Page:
Code Layout Styles

by Darren Collins
Monday, 8 July 2002

Most modern computer languages like C and C++ give programmers considerable scope to lay out and format their code as they see fit. This is a huge improvement over older languages that forced you to put things in particular columns, limited the length of a line of code, or used special continuation characters to split long statements over multiple lines. As with all such freedoms, though, comes room for abuse.

This article describes the most common style of code layout. All of them try to make your code easier for yourself and others to read and understand.

I won't try to get you to choose any one style over the others. The most important point is that you choose the style that works for you, and stick to it. Don't change layout styles for different routines, and especially don't mix styles within the same routine! Consistency is key.

If you're working on code that someone else has written, the best thing to do is to make your changes using the same style. Even if you hate the style, just make your changes and move forward with your life! When you rearrange the layout of working code, you run the risk of inadvertently introducing new errors. The worst thing about these types of errors is that they'll be in unfamiliar parts of the code, not the part you were really modifying, so they'll be difficult to track down and fix.

The four most common styles of code layout are:

K&R Style

This style is named after Kernighan and Ritchie, the guys that wrote the defining book "The C Programming Language" in 1978, because the examples in the book are formatted in this way. It is also sometimes known as "kernel style" or the "One True Brace Style" (1TBS), and usually uses 8-space tabs:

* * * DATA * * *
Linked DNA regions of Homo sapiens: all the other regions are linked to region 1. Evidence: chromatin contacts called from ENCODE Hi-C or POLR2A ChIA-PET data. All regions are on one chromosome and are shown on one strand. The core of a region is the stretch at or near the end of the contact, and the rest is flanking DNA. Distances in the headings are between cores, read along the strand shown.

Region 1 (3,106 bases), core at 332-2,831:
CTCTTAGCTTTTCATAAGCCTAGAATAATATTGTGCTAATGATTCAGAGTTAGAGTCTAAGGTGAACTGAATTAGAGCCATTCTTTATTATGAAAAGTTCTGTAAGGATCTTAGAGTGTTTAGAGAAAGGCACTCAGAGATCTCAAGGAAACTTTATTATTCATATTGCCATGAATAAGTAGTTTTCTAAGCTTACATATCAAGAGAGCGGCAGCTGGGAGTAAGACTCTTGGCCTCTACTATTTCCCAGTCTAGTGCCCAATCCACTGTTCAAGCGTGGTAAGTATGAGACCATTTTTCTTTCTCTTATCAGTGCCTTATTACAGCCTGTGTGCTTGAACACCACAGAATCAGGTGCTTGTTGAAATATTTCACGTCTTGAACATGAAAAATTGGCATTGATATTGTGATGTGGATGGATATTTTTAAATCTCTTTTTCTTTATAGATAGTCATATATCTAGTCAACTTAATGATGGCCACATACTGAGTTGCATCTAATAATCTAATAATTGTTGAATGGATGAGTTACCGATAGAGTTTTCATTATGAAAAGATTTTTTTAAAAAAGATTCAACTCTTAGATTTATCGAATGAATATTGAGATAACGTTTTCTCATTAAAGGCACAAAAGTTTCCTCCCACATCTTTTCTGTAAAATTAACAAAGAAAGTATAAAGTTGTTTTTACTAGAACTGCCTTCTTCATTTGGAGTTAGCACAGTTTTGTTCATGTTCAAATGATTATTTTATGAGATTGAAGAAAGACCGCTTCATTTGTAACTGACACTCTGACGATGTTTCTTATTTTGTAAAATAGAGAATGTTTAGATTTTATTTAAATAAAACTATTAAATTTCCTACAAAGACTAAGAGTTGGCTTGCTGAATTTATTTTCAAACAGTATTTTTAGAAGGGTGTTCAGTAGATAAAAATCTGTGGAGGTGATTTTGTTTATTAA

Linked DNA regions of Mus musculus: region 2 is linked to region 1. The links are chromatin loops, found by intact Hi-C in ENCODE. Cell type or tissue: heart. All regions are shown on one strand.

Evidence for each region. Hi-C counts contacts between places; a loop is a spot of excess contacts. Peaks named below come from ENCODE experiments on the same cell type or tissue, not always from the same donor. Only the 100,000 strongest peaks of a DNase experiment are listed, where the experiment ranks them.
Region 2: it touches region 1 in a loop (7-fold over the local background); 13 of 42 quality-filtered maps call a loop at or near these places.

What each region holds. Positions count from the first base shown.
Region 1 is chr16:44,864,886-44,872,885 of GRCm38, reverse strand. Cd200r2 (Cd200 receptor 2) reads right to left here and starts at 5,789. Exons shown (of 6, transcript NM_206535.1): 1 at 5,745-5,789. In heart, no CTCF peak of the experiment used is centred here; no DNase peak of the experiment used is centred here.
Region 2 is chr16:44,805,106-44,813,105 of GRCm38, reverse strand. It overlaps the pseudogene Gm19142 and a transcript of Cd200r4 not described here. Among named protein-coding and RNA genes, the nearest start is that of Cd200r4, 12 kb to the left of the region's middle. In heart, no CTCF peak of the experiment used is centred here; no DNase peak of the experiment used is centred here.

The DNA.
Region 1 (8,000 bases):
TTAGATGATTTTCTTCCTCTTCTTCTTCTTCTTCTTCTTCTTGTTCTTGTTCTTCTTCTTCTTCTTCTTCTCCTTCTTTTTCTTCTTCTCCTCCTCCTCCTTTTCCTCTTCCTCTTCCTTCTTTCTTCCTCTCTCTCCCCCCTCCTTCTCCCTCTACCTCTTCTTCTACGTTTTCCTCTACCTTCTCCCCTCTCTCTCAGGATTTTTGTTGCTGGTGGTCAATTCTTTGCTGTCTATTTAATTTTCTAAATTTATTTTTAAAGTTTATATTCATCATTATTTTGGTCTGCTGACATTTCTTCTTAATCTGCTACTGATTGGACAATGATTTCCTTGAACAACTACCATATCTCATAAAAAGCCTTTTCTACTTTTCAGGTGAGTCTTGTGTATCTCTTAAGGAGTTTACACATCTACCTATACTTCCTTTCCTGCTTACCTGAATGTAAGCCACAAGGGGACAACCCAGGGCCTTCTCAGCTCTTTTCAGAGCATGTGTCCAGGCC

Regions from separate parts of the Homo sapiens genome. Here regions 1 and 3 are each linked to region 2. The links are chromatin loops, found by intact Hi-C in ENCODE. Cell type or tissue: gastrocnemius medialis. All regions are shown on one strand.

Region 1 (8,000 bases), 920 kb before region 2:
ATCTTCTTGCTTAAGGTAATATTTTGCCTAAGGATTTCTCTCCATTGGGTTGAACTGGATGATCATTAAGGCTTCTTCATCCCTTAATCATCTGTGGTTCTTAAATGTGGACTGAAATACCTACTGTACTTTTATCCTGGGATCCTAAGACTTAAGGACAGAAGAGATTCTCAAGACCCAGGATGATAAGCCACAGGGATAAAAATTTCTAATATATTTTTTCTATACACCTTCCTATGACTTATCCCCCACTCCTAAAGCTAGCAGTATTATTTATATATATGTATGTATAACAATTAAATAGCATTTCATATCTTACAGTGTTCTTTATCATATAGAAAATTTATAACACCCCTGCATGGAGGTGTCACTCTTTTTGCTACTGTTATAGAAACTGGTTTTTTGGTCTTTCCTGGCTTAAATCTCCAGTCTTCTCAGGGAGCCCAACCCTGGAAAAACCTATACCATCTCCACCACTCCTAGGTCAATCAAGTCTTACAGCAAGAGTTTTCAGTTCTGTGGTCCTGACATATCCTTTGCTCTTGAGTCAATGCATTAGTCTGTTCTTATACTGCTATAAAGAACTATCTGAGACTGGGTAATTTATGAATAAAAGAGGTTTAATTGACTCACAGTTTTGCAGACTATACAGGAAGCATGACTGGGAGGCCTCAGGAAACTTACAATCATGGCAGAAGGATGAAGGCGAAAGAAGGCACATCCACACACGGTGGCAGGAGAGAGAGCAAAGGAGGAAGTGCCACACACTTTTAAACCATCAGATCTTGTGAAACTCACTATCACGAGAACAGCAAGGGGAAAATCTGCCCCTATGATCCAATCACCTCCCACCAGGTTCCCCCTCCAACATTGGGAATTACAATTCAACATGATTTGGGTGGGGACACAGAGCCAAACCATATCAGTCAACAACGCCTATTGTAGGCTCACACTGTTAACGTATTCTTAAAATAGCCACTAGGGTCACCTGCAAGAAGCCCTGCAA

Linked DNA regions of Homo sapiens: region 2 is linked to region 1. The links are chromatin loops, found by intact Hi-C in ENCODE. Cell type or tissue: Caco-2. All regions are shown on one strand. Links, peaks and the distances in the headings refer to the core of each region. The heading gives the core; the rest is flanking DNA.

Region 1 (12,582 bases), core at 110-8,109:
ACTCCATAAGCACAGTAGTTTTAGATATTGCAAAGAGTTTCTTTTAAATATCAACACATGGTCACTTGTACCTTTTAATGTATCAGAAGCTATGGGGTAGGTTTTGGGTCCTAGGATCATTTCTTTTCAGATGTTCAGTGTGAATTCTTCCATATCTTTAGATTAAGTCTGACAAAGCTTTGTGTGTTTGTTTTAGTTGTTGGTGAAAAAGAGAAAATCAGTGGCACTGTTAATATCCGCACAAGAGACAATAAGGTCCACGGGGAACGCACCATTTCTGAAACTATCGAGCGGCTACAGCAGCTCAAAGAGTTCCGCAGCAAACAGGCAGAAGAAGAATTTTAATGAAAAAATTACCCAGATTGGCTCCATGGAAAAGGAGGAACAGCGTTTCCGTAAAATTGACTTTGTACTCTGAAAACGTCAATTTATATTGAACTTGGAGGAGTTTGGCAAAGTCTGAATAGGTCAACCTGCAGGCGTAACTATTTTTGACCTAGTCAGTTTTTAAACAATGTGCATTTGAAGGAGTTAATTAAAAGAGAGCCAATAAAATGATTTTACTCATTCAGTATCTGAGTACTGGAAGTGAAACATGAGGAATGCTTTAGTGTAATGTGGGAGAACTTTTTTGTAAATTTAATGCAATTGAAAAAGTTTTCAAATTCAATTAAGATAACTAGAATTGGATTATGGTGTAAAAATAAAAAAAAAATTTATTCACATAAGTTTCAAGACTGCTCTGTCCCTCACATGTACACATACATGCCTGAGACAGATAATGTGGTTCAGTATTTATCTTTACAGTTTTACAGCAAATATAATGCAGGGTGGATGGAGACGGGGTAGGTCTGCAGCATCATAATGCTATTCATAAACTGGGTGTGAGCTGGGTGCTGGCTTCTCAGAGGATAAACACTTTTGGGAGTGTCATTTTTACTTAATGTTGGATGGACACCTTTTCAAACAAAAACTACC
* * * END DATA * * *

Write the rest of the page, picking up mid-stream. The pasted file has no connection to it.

if (<cond>) {
<body>
}

Allman Style

This is my preferred style and is named after Eric Allman, who wrote a lot of the BSD-Unix utilities. It is also sometimes known as "BSD style". It uses either 8- or 4-space tabs in C code, but usually 4-space tabs in C++ code:

if (<cond>)
{
<body>
}

GNU Style

As the name suggests, this style is used in the GNU Emacs (an editor) and Free Software Foundation (FSF) code. It uses 4-space tabs, but the braces are halfway between tabs:

if (<cond>)
{
<body>
}

Whitesmiths Style

This is the style used in the examples shipped with the early compiler "Whitesmiths C". It usually uses 8-space tabs, but 4-space tabs are common:

if (<cond>)
{
<body>
}

Practical Considerations

In my experience, the most common styles are variations on K&R and Allman. I've never come across code written in either of the other two styles. K&R style has the advantage that it uses less lines of your screen than other styles to display the same code. With the other styles, though, the opening brace '{' is easier to see at a glance, making the start and end of the code body more obvious.

The number of spaces per tab is a subjective thing - I think that 4 is a good tradeoff between isolating related code and fitting it all on the screen. Many Unix editors default to 8-space tabs, but I find I quickly run off the right side of the screen in nested loops.

A related style rule that I've found important is to always use braces with 'if', 'while', 'for', etc statements. Both C and C++ let you write a one-line 'if' statement like this:

if (<cond>)
DoThis();

This layout can cause problems if someone later tries to add extra code before the function call:

if (<cond>)
Log("Condition is TRUE.\n");
DoThis();

The above code doesn't immediately look wrong to programmers new to C/C++, but in actual fact the DoThis() function will always execute, whether or not <cond> is true. It can make for really strange program behaviour, especially when you think you've only added a few debugging statements without changing the code's logic.

Using the form below (modify the example to reflect your favourite style!) tends to avoid this problem altogether:

if (<cond>)
{
DoThis();
}

Whichever style you choose for your own code, you can be guaranteed one thing - someone, somewhere, will call you an idiot for choosing it. Don't listen. Like religions, most people have already made up their mind and you won't change it by arguing. Just apply your own choice consistently.

 


Related Articles
Index
- Links - C/C++
- Code Layout Styles
- Const Correctness Part 1
- Const Correctness Part 2
- Const Correctness Part 3
- Const Correctness Part 4
- Const Correctness Part 5
- Const Correctness Part 6

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